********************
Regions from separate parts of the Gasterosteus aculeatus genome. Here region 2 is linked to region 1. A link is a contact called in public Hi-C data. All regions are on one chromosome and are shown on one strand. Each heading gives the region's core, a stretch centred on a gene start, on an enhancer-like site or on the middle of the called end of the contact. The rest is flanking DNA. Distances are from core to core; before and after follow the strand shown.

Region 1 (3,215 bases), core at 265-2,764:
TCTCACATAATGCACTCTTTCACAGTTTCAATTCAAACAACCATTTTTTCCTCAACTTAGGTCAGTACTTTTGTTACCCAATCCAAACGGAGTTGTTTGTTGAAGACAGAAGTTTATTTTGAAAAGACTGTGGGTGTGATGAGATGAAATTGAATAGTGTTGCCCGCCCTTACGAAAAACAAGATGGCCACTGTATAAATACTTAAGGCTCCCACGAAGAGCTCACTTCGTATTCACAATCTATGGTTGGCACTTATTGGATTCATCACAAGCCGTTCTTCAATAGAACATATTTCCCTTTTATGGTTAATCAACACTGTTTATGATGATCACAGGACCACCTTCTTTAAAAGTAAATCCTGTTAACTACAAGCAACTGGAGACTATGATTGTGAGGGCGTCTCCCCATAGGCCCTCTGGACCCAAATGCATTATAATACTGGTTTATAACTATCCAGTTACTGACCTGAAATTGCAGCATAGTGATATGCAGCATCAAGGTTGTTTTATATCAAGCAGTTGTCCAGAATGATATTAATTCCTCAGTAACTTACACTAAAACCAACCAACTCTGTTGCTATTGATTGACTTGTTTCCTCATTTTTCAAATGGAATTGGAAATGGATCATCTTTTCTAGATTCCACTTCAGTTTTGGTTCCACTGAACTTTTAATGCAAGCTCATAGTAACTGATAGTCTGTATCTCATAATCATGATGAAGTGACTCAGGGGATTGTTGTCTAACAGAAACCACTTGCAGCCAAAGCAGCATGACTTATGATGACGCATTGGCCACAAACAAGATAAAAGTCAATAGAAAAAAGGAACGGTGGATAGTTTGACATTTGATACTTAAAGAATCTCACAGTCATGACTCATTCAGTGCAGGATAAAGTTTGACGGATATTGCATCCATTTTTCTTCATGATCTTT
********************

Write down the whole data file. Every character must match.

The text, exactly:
Regions from separate parts of the Gasterosteus aculeatus genome. Here region 2 is linked to region 1. A link is a contact called in public Hi-C data. All regions are on one chromosome and are shown on one strand. Each heading gives the region's core, a stretch centred on a gene start, on an enhancer-like site or on the middle of the called end of the contact. The rest is flanking DNA. Distances are from core to core; before and after follow the strand shown.

Region 1 (3,215 bases), core at 265-2,764:
TCTCACATAATGCACTCTTTCACAGTTTCAATTCAAACAACCATTTTTTCCTCAACTTAGGTCAGTACTTTTGTTACCCAATCCAAACGGAGTTGTTTGTTGAAGACAGAAGTTTATTTTGAAAAGACTGTGGGTGTGATGAGATGAAATTGAATAGTGTTGCCCGCCCTTACGAAAAACAAGATGGCCACTGTATAAATACTTAAGGCTCCCACGAAGAGCTCACTTCGTATTCACAATCTATGGTTGGCACTTATTGGATTCATCACAAGCCGTTCTTCAATAGAACATATTTCCCTTTTATGGTTAATCAACACTGTTTATGATGATCACAGGACCACCTTCTTTAAAAGTAAATCCTGTTAACTACAAGCAACTGGAGACTATGATTGTGAGGGCGTCTCCCCATAGGCCCTCTGGACCCAAATGCATTATAATACTGGTTTATAACTATCCAGTTACTGACCTGAAATTGCAGCATAGTGATATGCAGCATCAAGGTTGTTTTATATCAAGCAGTTGTCCAGAATGATATTAATTCCTCAGTAACTTACACTAAAACCAACCAACTCTGTTGCTATTGATTGACTTGTTTCCTCATTTTTCAAATGGAATTGGAAATGGATCATCTTTTCTAGATTCCACTTCAGTTTTGGTTCCACTGAACTTTTAATGCAAGCTCATAGTAACTGATAGTCTGTATCTCATAATCATGATGAAGTGACTCAGGGGATTGTTGTCTAACAGAAACCACTTGCAGCCAAAGCAGCATGACTTATGATGACGCATTGGCCACAAACAAGATAAAAGTCAATAGAAAAAAGGAACGGTGGATAGTTTGACATTTGATACTTAAAGAATCTCACAGTCATGACTCATTCAGTGCAGGATAAAGTTTGACGGATATTGCATCCATTTTTCTTCATGATCTTT